Macular Pucker

Macular pucker, or epiretinal membrane describes an abnormal layer of tissue (often referred to as “scar tissue”) that can grow over the surface of the macula, the center of vision.  This can result in wrinkling of the retina leading to dim or distorted vision.  There is usually no identifiable cause, but many conditions may be the source of a macular pucker including: a torn or detached retina, inflammation within the eye, injury to the eye, problems with the retinal blood vessels and vitreous detachment or aging of the gel inside the eye.

What are the symptoms of a macular pucker?

The most common symptom of a macular pucker is distorted vision where straight lines like doorways or stop signs often appear wavy. This distortion can be mild, moderate or severe.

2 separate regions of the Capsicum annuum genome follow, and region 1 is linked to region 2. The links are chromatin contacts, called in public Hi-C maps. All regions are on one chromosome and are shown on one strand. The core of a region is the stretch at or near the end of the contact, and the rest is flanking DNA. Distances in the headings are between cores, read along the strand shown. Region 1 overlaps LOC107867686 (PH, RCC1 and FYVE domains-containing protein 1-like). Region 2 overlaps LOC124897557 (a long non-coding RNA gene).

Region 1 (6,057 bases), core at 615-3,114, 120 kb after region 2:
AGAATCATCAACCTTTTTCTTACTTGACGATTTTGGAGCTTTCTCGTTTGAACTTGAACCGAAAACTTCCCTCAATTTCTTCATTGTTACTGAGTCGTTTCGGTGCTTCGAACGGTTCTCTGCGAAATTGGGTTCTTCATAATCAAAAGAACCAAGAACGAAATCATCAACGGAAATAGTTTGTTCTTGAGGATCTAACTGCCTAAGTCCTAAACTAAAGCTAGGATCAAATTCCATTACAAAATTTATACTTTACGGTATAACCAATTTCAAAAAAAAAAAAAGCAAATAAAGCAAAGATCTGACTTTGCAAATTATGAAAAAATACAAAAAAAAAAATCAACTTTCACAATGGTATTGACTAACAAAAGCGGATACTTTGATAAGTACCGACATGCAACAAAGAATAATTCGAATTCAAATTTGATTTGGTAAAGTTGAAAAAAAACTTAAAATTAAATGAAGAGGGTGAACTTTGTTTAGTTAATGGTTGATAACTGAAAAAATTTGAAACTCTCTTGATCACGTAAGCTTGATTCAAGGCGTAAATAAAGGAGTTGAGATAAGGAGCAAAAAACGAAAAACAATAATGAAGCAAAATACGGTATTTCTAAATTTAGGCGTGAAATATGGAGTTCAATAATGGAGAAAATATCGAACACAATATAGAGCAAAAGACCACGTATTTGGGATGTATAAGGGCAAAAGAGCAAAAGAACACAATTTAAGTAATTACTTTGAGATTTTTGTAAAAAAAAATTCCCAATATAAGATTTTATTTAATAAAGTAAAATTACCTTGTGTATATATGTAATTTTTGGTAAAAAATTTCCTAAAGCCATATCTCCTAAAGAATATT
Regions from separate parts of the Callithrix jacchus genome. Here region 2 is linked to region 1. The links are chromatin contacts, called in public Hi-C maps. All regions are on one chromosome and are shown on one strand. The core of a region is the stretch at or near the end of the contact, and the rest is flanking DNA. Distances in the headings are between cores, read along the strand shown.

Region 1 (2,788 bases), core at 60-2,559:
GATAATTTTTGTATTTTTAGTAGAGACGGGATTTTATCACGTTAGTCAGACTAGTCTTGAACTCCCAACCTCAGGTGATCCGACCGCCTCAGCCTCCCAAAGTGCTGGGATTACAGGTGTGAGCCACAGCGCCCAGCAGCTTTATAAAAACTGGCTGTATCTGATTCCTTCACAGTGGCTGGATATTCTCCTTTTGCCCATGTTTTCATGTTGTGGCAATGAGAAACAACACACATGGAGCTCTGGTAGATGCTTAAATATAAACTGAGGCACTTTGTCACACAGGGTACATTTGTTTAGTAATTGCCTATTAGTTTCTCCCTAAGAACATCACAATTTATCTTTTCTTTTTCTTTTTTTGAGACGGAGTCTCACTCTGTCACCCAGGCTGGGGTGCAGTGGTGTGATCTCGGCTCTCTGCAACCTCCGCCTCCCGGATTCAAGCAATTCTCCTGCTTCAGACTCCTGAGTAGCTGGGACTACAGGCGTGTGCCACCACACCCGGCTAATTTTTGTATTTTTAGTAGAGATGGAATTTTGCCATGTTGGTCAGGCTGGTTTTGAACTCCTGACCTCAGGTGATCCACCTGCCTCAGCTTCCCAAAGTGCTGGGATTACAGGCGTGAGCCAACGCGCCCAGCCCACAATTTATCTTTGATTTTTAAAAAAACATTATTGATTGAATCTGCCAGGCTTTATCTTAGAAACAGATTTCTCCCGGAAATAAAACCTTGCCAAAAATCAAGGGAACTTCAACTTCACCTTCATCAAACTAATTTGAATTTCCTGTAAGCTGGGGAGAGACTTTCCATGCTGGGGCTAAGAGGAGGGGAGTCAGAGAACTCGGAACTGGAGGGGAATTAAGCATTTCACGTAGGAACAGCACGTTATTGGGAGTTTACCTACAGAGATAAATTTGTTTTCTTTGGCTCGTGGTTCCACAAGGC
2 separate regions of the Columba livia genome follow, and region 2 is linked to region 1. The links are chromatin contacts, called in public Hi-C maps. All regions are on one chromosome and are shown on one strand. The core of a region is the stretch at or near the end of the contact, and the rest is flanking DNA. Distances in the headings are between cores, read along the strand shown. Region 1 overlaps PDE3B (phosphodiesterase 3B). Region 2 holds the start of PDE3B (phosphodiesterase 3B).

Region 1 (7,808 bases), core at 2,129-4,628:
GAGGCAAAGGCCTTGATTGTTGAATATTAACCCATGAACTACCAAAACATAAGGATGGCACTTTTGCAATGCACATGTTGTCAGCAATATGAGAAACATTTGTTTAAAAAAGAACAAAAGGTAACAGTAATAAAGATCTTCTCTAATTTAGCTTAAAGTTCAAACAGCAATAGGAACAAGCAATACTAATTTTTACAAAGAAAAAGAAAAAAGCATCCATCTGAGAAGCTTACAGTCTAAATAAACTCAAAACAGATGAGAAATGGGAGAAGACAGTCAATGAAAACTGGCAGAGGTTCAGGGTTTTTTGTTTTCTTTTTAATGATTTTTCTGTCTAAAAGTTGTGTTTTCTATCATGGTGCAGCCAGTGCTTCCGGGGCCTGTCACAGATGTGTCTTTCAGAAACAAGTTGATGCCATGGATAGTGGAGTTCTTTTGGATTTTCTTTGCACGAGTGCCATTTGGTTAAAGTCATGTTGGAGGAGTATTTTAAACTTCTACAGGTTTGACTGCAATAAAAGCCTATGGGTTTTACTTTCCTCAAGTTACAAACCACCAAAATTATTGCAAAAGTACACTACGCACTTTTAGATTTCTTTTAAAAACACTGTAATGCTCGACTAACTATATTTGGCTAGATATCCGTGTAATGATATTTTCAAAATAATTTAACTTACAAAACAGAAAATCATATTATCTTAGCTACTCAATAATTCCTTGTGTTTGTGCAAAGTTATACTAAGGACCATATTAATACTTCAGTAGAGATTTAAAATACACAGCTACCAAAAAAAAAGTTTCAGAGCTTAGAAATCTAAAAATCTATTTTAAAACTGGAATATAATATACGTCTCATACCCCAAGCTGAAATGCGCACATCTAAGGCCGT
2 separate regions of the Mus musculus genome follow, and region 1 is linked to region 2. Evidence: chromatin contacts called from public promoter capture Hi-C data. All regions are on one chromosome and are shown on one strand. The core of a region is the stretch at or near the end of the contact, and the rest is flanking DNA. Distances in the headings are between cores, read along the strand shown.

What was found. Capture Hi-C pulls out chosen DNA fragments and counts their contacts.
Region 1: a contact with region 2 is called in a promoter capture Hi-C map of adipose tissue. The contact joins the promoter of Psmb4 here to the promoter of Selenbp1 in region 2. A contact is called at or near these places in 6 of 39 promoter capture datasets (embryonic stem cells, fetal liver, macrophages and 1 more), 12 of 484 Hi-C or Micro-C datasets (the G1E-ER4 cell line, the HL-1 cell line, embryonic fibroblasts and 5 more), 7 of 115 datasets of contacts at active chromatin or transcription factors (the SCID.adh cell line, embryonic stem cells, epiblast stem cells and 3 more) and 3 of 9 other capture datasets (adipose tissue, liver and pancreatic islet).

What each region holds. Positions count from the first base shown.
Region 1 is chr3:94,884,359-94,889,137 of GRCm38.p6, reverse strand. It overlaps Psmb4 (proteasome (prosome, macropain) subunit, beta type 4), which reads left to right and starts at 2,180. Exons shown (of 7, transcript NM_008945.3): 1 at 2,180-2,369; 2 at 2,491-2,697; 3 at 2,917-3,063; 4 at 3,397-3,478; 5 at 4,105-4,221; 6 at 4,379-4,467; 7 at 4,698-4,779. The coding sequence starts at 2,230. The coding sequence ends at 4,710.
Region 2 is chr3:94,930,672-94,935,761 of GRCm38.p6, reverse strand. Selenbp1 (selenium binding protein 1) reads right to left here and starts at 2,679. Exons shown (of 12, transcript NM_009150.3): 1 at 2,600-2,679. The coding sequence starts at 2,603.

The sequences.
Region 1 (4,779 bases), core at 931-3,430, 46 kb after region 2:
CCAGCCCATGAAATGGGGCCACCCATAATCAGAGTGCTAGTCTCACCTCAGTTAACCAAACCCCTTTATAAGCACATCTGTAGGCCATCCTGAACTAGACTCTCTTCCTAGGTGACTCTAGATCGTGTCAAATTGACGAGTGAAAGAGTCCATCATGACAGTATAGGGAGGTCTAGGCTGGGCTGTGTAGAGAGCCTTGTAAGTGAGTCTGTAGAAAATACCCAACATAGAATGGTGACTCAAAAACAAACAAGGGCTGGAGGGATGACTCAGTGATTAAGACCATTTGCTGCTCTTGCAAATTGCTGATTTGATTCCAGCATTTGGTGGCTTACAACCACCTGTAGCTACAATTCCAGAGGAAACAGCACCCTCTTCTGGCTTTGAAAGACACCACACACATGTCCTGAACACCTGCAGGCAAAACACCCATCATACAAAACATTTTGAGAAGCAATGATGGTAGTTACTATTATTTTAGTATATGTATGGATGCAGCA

What is the treatment for a macular pucker?

If the symptoms of distortion and decreased vision are mild, no treatment is necessary. Eye drops, medications and laser surgery will not improve the vision. Sometimes changing glasses by improving the magnification can help.

The only treatment for worsening vision is vitrectomy surgery where tiny instruments are used to remove the wrinkling in the retina. Usually the macula flattens out and the symptoms slowly improve. Vision does not usually return all the way to normal, but it does improve in most cases.

Surgery is not necessary for everyone who has a macular pucker. This is an elective procedure and if patients are not bothered by symptoms, typically they are simply examined annually.

Photo showing a macular pucker

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